Help for Haitians
NINE OF THE HAITIANS who were stranded in Barbados have been given temporary housing at the Salvation Army’s Hostel at Reed Street, The City.
The other six have sought private accommodation.
The Haitians, all men, came to Barbados between November and December after being told that they could find jobs here; but they ran out of money and were evicted from the house they were renting.
Pastor David Durant of Restoration Ministries rescued them from the streets last Friday and publicly appealed for accommodation, food and money to get them back to Haiti.
He thanked the Salvation Army for taking in the men and also revealed that a citizen had turned up at his Brittons Hill church and offered $1 500 to help with the airfare.
“I am really hoping that the scam will be broken now it has been revealed,” a concerned Durant said about the Haitian scheme. “People don’t need to be placed in a position where they take up their savings and go and borrow money to put in the hands of people who promise them things that don’t exist. I am hoping that the Haitian government will do something to stamp this out so that the young people will not be victimised in this way. So at least that good will come out of this,” he said.
Also echoing similar sentiments was CARICOM Ambassador David Comissiong, who was at the hostel to greet the men and provide them with vital information about their unfortunate situation.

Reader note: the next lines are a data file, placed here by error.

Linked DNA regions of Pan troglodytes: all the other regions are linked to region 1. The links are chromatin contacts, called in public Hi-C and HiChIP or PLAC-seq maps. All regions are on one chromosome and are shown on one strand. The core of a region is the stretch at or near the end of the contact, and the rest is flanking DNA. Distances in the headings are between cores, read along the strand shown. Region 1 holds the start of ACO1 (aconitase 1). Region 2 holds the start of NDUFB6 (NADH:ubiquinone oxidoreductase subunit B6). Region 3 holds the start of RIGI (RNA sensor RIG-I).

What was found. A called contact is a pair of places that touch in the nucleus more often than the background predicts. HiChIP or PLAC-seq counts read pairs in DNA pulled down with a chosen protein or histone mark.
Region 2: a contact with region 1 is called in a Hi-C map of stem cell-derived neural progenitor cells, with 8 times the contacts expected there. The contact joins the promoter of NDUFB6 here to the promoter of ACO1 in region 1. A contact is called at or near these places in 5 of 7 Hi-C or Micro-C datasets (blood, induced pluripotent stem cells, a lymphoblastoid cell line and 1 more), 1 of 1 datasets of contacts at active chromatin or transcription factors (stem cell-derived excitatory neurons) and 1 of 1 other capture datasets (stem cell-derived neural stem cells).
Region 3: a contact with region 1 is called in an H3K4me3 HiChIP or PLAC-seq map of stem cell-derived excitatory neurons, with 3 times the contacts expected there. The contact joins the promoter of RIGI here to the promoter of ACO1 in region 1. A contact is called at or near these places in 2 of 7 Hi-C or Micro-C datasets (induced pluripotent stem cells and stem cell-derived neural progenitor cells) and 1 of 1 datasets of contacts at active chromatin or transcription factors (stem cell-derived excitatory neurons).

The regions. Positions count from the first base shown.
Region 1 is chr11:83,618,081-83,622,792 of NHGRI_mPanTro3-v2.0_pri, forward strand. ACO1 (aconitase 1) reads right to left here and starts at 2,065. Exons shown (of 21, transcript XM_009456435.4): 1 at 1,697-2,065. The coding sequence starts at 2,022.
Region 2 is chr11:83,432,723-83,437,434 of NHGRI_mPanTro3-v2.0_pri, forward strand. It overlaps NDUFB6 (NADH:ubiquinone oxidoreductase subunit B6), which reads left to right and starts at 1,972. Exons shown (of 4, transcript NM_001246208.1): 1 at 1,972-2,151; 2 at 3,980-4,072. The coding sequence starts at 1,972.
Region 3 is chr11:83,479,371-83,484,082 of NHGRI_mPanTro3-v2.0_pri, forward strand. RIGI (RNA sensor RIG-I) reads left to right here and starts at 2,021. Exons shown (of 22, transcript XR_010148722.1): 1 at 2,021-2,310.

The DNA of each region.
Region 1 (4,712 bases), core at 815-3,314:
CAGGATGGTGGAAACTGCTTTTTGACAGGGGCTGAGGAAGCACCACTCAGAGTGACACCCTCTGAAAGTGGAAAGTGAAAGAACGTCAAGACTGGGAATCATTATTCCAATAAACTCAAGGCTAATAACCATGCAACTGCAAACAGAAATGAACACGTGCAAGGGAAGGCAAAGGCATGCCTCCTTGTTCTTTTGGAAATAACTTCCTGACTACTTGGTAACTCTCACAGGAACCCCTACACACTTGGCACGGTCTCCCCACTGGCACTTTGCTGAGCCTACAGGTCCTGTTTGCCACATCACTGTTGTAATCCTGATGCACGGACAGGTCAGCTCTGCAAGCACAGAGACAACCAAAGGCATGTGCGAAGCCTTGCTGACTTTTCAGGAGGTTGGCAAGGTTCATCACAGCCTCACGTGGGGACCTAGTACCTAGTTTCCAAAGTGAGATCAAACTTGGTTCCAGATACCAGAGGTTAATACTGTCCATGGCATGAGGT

He told the Barbados Nation that unscrupulous people in Haiti were taking advantage of the new CARICOM regulations which removed the requirement of Haitians to have visas in order to travel to
“Once that took hold back in June/july, we have had a much greater number of Haitians coming to Barbados,” he said, while pointing out that immigration officials were obligated to put a six-month stamp in their passport when they arrived.
He said some Haitians were extending their stay and, as a result, their tickets became invalid.
“Compounding it is that there are unscrupulous people in Haiti and the Dominican Republic that are selling this idea to some unsuspecting Haitians that if they pay them money, and I understand it is somewhere between US$2 500 and
US$3 000, they can guarantee them both accommodation and a job in Barbados.
“So some of these poor unsuspecting people are duped and are coming here with the wrong idea. When they come here they realise that they are not legally entitled to work, that there are no jobs available in Barbados and that Barbados is a very expensive
He, too, thanked management at the Salvation Army for opening its doors to the Haitians.
Initially, the Haitians were fearful that they were facing deportation, but both Comissiong and Durant were able to allay their fears.
They, however, told them they must find money to return to Haiti or travel to another destination.
The men need a total of $9 000 to get back to Haiti.
REV. DR DAVID DURANT (facing, partly hidden) and CARICOM Ambassador David Comissiong (back, right) speaking with the Haitians at the Salvation Army’s headquarters.